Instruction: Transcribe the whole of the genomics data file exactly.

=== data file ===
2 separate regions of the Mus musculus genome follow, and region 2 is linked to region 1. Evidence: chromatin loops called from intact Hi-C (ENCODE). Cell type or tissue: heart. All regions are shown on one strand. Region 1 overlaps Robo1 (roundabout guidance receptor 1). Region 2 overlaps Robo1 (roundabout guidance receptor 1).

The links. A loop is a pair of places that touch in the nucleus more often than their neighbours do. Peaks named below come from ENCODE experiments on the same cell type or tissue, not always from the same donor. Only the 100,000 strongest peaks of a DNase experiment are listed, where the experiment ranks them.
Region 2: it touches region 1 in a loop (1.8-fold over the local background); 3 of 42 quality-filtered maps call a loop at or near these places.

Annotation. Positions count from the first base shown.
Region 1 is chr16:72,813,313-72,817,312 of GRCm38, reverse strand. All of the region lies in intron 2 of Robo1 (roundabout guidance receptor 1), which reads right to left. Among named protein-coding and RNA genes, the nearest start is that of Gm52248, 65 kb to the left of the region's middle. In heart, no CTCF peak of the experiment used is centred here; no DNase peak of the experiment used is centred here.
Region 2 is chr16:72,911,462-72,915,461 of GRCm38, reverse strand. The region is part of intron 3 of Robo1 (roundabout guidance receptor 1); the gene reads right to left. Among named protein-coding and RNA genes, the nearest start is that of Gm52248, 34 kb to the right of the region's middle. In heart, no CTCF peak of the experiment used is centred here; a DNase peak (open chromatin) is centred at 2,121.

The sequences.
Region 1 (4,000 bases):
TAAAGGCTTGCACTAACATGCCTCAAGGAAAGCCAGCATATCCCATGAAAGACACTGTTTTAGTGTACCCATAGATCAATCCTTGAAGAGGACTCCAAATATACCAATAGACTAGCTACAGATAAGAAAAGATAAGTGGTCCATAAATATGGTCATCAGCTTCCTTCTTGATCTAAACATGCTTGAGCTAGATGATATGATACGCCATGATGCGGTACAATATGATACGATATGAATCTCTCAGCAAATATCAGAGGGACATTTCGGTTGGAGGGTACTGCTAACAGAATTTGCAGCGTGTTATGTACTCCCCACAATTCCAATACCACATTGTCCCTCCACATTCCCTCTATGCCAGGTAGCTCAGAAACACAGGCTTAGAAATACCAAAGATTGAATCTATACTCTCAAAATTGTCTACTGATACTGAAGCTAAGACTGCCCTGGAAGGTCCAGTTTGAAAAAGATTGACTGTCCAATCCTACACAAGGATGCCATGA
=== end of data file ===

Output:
2 separate regions of the Mus musculus genome follow, and region 2 is linked to region 1. Evidence: chromatin loops called from intact Hi-C (ENCODE). Cell type or tissue: heart. All regions are shown on one strand. Region 1 overlaps Robo1 (roundabout guidance receptor 1). Region 2 overlaps Robo1 (roundabout guidance receptor 1).

The links. A loop is a pair of places that touch in the nucleus more often than their neighbours do. Peaks named below come from ENCODE experiments on the same cell type or tissue, not always from the same donor. Only the 100,000 strongest peaks of a DNase experiment are listed, where the experiment ranks them.
Region 2: it touches region 1 in a loop (1.8-fold over the local background); 3 of 42 quality-filtered maps call a loop at or near these places.

Annotation. Positions count from the first base shown.
Region 1 is chr16:72,813,313-72,817,312 of GRCm38, reverse strand. All of the region lies in intron 2 of Robo1 (roundabout guidance receptor 1), which reads right to left. Among named protein-coding and RNA genes, the nearest start is that of Gm52248, 65 kb to the left of the region's middle. In heart, no CTCF peak of the experiment used is centred here; no DNase peak of the experiment used is centred here.
Region 2 is chr16:72,911,462-72,915,461 of GRCm38, reverse strand. The region is part of intron 3 of Robo1 (roundabout guidance receptor 1); the gene reads right to left. Among named protein-coding and RNA genes, the nearest start is that of Gm52248, 34 kb to the right of the region's middle. In heart, no CTCF peak of the experiment used is centred here; a DNase peak (open chromatin) is centred at 2,121.

The sequences.
Region 1 (4,000 bases):
TAAAGGCTTGCACTAACATGCCTCAAGGAAAGCCAGCATATCCCATGAAAGACACTGTTTTAGTGTACCCATAGATCAATCCTTGAAGAGGACTCCAAATATACCAATAGACTAGCTACAGATAAGAAAAGATAAGTGGTCCATAAATATGGTCATCAGCTTCCTTCTTGATCTAAACATGCTTGAGCTAGATGATATGATACGCCATGATGCGGTACAATATGATACGATATGAATCTCTCAGCAAATATCAGAGGGACATTTCGGTTGGAGGGTACTGCTAACAGAATTTGCAGCGTGTTATGTACTCCCCACAATTCCAATACCACATTGTCCCTCCACATTCCCTCTATGCCAGGTAGCTCAGAAACACAGGCTTAGAAATACCAAAGATTGAATCTATACTCTCAAAATTGTCTACTGATACTGAAGCTAAGACTGCCCTGGAAGGTCCAGTTTGAAAAAGATTGACTGTCCAATCCTACACAAGGATGCCATGA